Assemblyman Steve Katz announced that he has identified “outside of the box” funding opportunities for lake improvement projects and other proposals related to the municipal separate sewer stormwater systems (MS4) requirements for communities in the 99th Assembly District.
Katz is encouraging use of an interest-free revolving loan program to help communities with up-front costs for projects without having to raise funds through taxes. He suggests using the interest accrued from the banked East of Hudson funds to repay the loans.
“In this day and age, with government budgets as well as household budgets scraping the bottom of the barrel, coupled with the economic crunch, we need to explore every avenue to fund the big government-mandated projects that taxpayers cannot afford,” Katz said. “The Environmental Facility Corporation’s Clean Water Revolving Loan Fund is a creative, ‘outside the box’ opportunity to help fund individual, local, and regional water projects – including both the individual and local projects in and around Lake Shenorock as well as the regional MS4 storm water mandate.”
Katz urged the Town of Somers to use funds from this program to afford improvement projects in and around the lake, which was once a source of drinking water, as well as to help neighboring communities offset the estimated $500 million cost of the federally-mandated MS4 regional storm water project.
“This sounds very interesting,” Somers Town Supervisor Mary Beth Murphy said. Murphy is also the chairwoman of the East of Hudson Coalition. “We will see how this will play out with coordinating this with the funds we will be getting to do the MS4 retrofits.”
The coalition, which is made up of 15 towns and villages that includes Putnam County, has about $50 million put aside from monies collected through the 1997 East of Hudson funds that were awarded to Westchester and Putnam counties and funds from New York City’s Department of Environmental Protection and the state’s Department of Conservation.
The $50 million is expected to cover the costs of the mandates for the first five-year phase.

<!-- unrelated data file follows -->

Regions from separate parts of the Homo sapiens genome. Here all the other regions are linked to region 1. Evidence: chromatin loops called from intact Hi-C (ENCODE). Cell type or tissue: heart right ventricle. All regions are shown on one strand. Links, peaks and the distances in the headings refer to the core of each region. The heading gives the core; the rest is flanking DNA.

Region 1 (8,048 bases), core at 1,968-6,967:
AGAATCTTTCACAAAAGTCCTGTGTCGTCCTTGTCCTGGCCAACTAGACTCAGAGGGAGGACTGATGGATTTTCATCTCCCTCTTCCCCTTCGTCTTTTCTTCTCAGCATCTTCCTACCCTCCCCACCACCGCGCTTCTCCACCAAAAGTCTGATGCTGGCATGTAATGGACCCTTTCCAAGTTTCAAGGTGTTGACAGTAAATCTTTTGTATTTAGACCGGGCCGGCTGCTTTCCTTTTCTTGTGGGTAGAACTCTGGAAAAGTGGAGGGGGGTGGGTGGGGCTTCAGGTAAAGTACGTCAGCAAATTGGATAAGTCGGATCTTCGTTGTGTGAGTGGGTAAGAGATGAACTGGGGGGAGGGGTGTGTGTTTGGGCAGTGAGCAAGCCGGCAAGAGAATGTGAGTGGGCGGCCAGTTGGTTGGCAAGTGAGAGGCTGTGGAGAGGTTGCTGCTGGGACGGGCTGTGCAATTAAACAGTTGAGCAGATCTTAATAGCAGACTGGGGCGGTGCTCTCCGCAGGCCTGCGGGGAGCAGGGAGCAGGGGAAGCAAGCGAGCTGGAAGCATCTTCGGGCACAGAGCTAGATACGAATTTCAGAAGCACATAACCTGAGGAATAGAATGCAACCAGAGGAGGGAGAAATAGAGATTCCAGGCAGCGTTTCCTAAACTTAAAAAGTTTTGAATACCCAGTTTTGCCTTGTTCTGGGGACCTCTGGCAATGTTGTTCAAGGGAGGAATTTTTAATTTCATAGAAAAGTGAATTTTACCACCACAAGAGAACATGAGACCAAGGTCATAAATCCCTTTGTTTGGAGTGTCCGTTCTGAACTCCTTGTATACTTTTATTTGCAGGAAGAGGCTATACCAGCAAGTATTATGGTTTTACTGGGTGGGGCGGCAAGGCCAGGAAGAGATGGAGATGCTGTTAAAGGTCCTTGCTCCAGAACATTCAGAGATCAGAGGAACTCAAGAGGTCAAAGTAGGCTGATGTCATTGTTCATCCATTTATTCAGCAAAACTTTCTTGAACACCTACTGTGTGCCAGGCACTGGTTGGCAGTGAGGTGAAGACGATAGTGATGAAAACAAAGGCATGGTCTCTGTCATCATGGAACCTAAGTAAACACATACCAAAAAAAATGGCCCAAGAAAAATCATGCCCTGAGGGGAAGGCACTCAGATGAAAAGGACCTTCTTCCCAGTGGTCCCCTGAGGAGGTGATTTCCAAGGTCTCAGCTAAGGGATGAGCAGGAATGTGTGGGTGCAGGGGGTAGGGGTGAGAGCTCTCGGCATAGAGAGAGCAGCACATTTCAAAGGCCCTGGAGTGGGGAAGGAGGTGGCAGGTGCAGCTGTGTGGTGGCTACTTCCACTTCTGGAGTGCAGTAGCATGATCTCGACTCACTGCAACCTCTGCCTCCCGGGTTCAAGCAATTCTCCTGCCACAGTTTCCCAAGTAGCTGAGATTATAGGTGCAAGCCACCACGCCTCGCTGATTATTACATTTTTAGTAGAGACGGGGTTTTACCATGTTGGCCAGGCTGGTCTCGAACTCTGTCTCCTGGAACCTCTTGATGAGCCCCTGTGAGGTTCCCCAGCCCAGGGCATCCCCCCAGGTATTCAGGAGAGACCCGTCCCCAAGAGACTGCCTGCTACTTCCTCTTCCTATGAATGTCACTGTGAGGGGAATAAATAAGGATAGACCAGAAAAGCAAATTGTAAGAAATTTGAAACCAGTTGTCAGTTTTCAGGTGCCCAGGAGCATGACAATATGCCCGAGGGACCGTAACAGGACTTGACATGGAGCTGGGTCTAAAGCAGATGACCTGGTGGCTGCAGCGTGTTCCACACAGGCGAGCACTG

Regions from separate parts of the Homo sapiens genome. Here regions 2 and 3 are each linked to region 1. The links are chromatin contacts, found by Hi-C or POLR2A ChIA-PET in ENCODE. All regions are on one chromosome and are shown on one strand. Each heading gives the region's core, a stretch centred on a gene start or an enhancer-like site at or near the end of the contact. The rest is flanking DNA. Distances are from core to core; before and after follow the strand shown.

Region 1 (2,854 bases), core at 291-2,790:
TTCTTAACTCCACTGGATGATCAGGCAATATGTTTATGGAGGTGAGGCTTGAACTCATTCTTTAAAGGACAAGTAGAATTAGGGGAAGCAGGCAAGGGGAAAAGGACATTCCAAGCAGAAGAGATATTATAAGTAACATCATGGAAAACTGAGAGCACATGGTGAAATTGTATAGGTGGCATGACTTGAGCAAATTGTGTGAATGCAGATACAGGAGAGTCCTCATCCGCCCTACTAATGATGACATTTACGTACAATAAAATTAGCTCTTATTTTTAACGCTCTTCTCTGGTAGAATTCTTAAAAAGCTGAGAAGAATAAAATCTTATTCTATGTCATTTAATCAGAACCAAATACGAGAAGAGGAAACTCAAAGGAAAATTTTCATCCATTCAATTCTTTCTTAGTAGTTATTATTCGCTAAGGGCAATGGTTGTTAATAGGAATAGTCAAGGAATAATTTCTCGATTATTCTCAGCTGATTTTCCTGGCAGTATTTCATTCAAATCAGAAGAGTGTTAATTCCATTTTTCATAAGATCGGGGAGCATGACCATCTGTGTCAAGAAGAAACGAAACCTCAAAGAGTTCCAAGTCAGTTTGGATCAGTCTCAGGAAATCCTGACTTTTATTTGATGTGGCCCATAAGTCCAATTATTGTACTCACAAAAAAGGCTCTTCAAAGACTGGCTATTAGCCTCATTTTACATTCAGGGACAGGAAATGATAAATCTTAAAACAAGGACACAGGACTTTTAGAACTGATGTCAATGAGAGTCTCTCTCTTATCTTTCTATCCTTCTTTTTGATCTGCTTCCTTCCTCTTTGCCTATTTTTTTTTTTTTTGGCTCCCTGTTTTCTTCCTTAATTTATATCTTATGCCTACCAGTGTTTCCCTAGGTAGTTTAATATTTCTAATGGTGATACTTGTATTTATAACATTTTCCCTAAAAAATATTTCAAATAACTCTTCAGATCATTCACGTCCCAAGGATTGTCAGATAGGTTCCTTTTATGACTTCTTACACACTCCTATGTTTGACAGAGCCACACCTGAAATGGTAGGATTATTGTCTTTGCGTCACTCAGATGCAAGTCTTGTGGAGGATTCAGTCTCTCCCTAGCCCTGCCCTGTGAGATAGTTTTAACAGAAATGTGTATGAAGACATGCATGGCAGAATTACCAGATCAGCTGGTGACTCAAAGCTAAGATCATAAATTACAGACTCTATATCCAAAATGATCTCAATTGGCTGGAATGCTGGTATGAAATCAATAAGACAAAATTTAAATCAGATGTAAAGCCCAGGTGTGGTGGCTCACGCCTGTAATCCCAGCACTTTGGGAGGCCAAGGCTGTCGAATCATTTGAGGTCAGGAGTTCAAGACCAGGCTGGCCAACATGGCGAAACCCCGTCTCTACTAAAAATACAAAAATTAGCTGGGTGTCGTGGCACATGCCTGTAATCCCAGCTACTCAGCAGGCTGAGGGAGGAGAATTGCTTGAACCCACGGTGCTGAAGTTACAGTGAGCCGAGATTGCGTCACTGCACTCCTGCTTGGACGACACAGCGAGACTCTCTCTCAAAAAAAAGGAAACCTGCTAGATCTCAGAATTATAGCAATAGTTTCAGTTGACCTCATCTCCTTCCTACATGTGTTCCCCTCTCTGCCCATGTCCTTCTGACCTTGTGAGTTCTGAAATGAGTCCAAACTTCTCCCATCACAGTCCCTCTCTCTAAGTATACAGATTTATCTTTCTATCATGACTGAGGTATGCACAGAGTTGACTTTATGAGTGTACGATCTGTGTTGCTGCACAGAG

The second phase is expected to cost over $450 million and no specific funding sources have yet to be secured. The coalition is in its third year of the 5-year phase.
In reference to Lake Shenorock, which has not been identified as an MS4-related project Murphy said Westchester County gave the town $100,000 to conduct a study on Lake Shenorock and its surrounding community to see what remediation efforts would be possible.
The privately owned lake in possession of a defunct homeowners association and has been an issue of contention in the Shenorock community. Some residents unsuccessfully tried to gather enough signatures to convert the community into a special park district that would tax the residents the cost to rehabilitate and maintain the lake.
Murphy did not know if the interest earned from the East of Hudson funds, which is already allocated for MS4-related projects, could be used to repay a loan for Shenorock.
Katz said because of a consolidation form, if an individual organization or local government applies for EFC revolving loans, the application is automatically entered into consideration for other government funding, assistance and grant opportunities.
“It’s a one-stop application that opens the door to a variety of revenue sources to help fund some of these expensive projects so that taxpayers aren’t further burdened,” Katz said.
Katz announced the opportunity as part of his “HealthyLakes” initiative, a measure he is working on with local officials to help mitigate costs and problems with the federally-imposed MS4 mandate. The assemblyman has been particularly engaged and vocal about finding alternative solutions and funding opportunities.
“While we continue to challenge the federal government on the necessity of this mandated project, and to encourage New York City to fund the majority of this project, I will not allow the costs to be passed along to taxpayers,” Katz said. “Especially when we have yet to consider each and every opportunity, like the EFC’s Clean Water loan program.”
The federally-mandated MS4 project aims to reduce the levels of phosphorous in the Croton Watershed, which accounts for roughly 10 percent of New York City’s drinking water.
The EFC’s Clean Water Revolving Loan Fund was created in the late 1990s with funding provided by New York City to protect and maintain their drinking water reserves east of the Hudson River. To date, the fund has at least $1.36 million still available through the end of this fiscal year to award in loans.